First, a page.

I was very excited but nervous when I received my manuscript (MS) back from the editor four months ago. This was the first content edit.
You sit alone in the privacy of your mind and pour out your heart and soul onto the page when you are writing your first draft.
So when it comes to showing it to anyone (and getting feedback), we writers can get a little shy and anxious about it!
After a long four months, I have now handed back my revised, edited manuscript to my editor. I have made a lot of changes to the original book, for the better.
My editor Leila at I_am Self Publishing, will be performing another content edit.
This means she will focus primarily on the story, narrative and flow of the book. She will see if it moves the reader logically from one point to the next.
The reason I am having a second content edit is that I have changed a lot of the original content. You could say the book is 90% different from the first time my editor read it.
So it makes sense to treat the book as a brand new piece of content and to attack it with a fresh pair of eyes.
I added in more case studies and quotes to illustrate the main themes and topics I am writing on. I also made an attempt to focus on the narrative of the book to make sure it was flowing and reading well.
But I was eager to finish up and pass it back to my editor Leila at I_am Self-publishing.
I have been working almost 3-4 hours on the edits solidly over the past three weeks and desperately wanted to finish these edits.
It helps to have a professional editor take a look at the book. They can be trusted to give you impartial and good feedback.
Remember, they are on your side!
They want your book to be the best it can be. They are experienced and have seen many manuscripts before so can advise on what changes need to be made.
I certainly was ready to hand my book back to the editor (and less nervous than the first time I sent Leila my book).
The more time I have spent on this book, the more confident I have become. It’s shaping up to be a great book I can be proud of and which will help my readers to find their purpose and passions in life.
I am ready for feedback from my editor and will embrace it rather than be scared by the comments.
The more you write, the more confident you become which is what I am feeling right now. Just to get to this stage is mind-blowing for me. Now I just need to keep on going.
More importantly, this marks another important goalpost in that I am one more step closer to becoming a published author this year.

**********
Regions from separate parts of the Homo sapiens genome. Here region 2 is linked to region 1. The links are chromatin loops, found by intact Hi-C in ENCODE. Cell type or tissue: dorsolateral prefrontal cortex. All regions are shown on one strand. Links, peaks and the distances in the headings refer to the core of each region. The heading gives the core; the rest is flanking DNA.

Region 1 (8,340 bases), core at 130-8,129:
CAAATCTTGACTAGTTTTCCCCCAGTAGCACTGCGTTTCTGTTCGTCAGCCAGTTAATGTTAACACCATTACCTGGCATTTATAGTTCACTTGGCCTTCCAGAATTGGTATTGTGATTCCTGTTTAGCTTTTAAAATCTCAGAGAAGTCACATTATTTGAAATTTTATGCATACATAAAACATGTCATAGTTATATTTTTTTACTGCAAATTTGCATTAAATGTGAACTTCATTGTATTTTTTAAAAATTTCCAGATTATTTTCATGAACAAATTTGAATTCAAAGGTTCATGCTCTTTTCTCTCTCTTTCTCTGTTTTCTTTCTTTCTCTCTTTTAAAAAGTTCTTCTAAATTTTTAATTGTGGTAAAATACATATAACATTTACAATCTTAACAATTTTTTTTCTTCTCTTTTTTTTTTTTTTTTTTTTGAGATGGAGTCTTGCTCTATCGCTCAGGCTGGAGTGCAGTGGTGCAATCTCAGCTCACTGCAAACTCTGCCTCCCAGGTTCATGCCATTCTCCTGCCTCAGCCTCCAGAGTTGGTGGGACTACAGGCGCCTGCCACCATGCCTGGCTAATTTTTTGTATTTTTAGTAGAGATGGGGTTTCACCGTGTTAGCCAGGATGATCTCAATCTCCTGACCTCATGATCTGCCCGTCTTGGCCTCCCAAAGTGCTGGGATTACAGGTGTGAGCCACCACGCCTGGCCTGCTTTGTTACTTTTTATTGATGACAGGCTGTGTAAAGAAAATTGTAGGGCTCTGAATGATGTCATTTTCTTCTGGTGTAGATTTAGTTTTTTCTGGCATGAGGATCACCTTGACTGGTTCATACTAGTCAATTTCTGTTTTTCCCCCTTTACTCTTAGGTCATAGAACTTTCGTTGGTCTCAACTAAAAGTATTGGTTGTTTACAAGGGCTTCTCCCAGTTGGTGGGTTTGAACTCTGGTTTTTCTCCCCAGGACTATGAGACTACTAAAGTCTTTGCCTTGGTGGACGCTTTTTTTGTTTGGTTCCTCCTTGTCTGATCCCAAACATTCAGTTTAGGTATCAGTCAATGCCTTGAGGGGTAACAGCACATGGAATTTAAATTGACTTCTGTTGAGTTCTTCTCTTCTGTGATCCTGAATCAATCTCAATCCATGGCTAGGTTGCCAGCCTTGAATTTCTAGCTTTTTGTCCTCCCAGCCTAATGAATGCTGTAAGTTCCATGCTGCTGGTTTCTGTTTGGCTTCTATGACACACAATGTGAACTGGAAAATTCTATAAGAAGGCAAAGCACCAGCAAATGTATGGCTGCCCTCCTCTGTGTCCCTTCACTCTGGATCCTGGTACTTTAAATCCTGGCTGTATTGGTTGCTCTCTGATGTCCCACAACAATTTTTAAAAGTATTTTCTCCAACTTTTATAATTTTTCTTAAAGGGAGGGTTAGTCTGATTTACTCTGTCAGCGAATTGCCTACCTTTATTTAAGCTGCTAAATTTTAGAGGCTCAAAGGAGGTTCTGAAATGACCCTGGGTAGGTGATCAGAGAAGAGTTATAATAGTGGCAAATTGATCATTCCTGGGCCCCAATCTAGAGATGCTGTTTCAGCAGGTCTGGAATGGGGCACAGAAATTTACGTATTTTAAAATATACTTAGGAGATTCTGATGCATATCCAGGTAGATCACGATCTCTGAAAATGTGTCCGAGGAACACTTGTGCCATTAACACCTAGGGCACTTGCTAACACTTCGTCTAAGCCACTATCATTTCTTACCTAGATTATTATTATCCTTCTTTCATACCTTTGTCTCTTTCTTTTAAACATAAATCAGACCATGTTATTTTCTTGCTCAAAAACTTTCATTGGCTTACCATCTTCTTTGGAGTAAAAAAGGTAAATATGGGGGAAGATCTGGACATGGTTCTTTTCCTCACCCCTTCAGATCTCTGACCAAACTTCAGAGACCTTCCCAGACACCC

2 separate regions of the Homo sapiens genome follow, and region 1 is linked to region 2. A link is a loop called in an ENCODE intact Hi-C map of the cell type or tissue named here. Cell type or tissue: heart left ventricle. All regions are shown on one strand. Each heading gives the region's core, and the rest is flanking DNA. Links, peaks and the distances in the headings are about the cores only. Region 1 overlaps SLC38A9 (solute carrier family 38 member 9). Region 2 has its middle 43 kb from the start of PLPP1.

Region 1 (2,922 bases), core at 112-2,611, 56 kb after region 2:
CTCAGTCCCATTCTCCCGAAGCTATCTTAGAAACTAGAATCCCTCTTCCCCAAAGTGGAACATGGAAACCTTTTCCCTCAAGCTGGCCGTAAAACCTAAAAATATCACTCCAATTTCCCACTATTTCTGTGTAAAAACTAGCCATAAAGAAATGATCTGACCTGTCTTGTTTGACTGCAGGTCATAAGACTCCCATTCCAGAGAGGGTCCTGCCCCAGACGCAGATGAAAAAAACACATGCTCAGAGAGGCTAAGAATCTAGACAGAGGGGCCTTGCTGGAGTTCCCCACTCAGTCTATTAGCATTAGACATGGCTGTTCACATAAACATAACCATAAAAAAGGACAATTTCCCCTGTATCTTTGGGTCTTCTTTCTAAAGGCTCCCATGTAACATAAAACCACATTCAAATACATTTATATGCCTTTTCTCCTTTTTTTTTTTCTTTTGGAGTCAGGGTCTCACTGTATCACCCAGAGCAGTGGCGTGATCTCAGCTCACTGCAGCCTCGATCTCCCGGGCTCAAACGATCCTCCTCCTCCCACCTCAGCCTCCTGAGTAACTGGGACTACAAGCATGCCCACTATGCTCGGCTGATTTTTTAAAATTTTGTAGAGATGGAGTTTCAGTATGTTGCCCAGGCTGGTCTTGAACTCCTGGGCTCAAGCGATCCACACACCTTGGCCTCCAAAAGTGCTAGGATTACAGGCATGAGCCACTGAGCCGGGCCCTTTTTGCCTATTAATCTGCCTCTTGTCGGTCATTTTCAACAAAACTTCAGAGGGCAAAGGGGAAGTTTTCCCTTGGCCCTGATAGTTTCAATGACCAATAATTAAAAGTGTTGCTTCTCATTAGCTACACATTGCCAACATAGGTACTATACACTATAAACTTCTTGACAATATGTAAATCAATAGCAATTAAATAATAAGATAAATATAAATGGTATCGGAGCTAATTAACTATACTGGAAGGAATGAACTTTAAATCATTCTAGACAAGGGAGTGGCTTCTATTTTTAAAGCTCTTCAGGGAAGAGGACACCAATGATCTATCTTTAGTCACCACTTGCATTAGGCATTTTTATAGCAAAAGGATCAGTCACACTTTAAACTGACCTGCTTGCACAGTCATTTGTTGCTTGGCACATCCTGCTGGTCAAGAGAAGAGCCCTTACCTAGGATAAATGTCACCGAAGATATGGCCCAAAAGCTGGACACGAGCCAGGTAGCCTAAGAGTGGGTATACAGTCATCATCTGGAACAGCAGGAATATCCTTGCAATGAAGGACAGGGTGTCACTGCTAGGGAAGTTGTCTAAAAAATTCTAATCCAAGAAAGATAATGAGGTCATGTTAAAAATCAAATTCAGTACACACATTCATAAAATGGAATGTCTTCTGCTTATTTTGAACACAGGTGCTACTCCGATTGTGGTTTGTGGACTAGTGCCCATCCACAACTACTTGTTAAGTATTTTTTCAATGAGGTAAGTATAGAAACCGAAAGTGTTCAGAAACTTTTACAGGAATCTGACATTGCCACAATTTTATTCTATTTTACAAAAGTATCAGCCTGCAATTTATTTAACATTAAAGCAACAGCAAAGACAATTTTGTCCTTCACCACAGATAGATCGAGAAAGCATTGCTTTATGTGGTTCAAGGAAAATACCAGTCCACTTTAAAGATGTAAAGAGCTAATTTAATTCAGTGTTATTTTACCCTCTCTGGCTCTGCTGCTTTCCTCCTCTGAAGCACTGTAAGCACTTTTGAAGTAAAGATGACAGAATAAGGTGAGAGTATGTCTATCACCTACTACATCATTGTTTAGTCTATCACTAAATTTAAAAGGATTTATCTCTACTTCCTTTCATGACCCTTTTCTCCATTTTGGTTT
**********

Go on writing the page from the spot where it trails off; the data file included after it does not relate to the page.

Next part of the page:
My editor will now take 2-3 weeks to pour through my book and prepare her feedback.
So if you are also at this stage, here are a few tips to prepare yourself for feedback when you send your book to the editor:
#1. Know that a professional is looking at your book
Any suggestions they make are only to make your book better.
#2. Visualise your manuscript coming back with red pen corrections
This will ensure you are not shocked by the number of changes your editor may suggest (and if it’s your first book there will be many changes!)
Even though this is my second round of content editing, I am still expecting a lot of changes to be made.
#3. Understand it is the editor’s job to highlight the weaker parts of the book
This is so the book can be strengthened and delivers a strong and consistent read for your reader.
Remember, the editor is on your side! They are there to help make your book better.
They have seen many books come and go, so they will have a good overview of the process and be able to share relevant words of wisdom and guidance
#4. Take a well-deserved break!
This is the most important step! Celebrate this milestone of completing the first draft and sending it to the editor for feedback.
I’m pretty bad at celebrating success and tend to jump to the next activity on my long to-do list.
But this time around, I will give myself a pat on the back and relax with a large cup of tea and perhaps a naughty slice of victoria sponge cake:)
Getting to this stage is worthy of a celebration, and not many authors get through this juncture.
So savour this small success. You are one step to becoming an author this year.
Do you have any editing tips to share? Please join in the conversation.